The University Statistical Record shows, in its 1993-94 figures published this week, a UK total of 34,391 full-time students registered for a higher degree by research. Of these, 23,279 are men and 11,112 are women, a slight improvement on the 1992-93 figures.
Many universities and colleges are examining their recruitment, retention and promotion practices to ensure that they are based on merit, not on gender or race, as research by the Committee of Vice- Chancellors and Principals' Commission on University Career Opportunity shows. But with a PhD the entry requirement for most academic posts, it will be difficult to improve the gender ratio among university staff unless more women can be encouraged to take a higher degree.
No single factor explains why numbers of women research students have not risen in line with female undergraduate levels, although women's under-representation in the sciences is one cause.
At the undergraduate level, men still dominate in the physical sciences, maths and especially engineering, and these subjects offer more PhD places than the arts and humanities, where female participation is higher. But even in biology, where women are in the majority as undergraduates, men predominate in research degrees. This is also the case in the social sciences and humanities.
Womens' aspirations towards motherhood also play a part. Taking time out to have a child during a PhD is rarely an option, and academic career structures, especially short-term contracts, make it hard to build up eligibility for maternity leave. Many women take unpaid career breaks and when they try to return to academia, they can find they are too old to apply for some grants or posts, such as junior research fellowships.
'If you want a family, when do you have it?' asks Lee Tunstall, who is reading for a PhD in history at Cambridge and is access officer for the National Postgraduate Committee, the representative body for postgraduate students. 'There are few career break options.'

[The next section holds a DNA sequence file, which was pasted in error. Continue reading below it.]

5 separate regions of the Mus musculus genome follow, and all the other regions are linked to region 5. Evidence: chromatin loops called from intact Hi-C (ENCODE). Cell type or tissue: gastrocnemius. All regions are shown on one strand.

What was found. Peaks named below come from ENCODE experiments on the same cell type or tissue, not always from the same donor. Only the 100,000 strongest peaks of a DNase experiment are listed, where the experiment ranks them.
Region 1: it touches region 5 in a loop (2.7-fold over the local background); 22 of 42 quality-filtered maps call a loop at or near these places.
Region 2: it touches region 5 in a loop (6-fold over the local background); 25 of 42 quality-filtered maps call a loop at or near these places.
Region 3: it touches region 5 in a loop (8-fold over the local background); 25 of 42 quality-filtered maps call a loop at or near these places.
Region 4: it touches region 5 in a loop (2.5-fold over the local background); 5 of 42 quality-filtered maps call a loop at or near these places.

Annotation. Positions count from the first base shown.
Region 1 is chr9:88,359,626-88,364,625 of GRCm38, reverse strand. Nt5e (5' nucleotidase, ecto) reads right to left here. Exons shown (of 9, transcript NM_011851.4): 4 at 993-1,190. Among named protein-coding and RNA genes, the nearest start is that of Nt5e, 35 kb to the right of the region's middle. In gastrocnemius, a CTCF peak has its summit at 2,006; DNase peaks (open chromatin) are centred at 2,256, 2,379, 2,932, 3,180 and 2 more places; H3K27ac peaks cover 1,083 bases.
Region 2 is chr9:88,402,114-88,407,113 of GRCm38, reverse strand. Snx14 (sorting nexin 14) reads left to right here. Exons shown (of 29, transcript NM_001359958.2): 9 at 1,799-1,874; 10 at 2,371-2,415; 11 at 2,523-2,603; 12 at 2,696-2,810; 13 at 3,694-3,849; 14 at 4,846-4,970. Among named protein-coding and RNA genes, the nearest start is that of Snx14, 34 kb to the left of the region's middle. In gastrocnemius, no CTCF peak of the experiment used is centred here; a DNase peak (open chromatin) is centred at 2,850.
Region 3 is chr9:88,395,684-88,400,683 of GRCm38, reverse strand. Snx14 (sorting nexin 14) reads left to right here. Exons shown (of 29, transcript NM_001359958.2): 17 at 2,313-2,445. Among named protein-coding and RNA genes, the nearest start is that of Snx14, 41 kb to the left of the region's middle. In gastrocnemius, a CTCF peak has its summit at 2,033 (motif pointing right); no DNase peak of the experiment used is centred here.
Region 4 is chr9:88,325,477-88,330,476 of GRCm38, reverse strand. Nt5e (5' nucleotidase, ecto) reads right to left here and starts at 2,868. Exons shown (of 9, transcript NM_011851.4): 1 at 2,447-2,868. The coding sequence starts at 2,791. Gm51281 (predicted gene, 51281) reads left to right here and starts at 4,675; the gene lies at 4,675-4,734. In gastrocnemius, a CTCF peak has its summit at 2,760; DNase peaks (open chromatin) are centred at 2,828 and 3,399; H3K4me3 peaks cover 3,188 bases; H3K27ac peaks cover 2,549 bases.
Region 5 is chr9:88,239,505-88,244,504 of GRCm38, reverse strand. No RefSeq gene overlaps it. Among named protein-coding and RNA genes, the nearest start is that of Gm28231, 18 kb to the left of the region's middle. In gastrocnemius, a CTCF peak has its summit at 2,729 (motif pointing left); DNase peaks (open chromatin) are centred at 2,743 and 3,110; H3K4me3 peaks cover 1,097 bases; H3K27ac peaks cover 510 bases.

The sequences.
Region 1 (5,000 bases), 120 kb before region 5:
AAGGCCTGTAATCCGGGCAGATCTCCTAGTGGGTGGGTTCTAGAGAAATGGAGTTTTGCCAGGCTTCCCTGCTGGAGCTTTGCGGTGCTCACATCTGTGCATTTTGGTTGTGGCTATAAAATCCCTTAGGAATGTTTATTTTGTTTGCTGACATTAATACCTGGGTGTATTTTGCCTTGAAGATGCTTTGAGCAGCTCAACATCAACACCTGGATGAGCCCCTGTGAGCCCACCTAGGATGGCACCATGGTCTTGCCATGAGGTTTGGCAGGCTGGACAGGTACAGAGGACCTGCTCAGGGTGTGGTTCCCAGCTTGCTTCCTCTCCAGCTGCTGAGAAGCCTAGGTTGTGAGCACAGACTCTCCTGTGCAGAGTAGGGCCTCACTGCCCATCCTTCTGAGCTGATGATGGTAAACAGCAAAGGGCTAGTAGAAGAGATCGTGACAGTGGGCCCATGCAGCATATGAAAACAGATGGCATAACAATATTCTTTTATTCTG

The male atmosphere of many academic departments and university living conditions may also be factors. Nor are women helped by the lack of female peers and tutors. As Kate Sugden, a second-year PhD student in telecommunications at Aston University, points out: 'We lack role models: there are no women employed in this department apart from two new research assistants. I've been to four universities and have only met one female lecturer. You never imagine yourself as a grey, middle-aged man.'
The lack of senior female academics makes finding a supervisor and an accommodating research environment harder for women, believes Mary Evans, professor of women's studies at Kent University.
'The crucial relationship for a postgraduate is with her supervisor,' she says. 'If you are going to go into graduate work, you have to get into a network. It's much more difficult to find a female network,' she explains.
Professor Evans thinks the terms and conditions of academic jobs may discourage some women from taking on PhDs. 'Women tend to look at an academy in terms of a job, and there are few jobs and it's badly paid,' she says. 'The rewards are very far from immediate.'
Groups such as Awise, the Association of Women in Science and Engineering, are addressing the issue of networking. Awise aims to provide mutual support and advice for female academics, and is also open to postgraduates. On the government side, the Office of Science and Technology is setting up a development unit that will look at ways in which an academic career can be made more flexible, and so more open to women.
But some academics feel that the whole system of university teaching will need to change if women are to play a greater role in academia. Traditional methods of teaching and assessment can suit men better than women. Government figures show that men are more likely than women to gain first-class degrees - which are the passports to research funding in most subjects.
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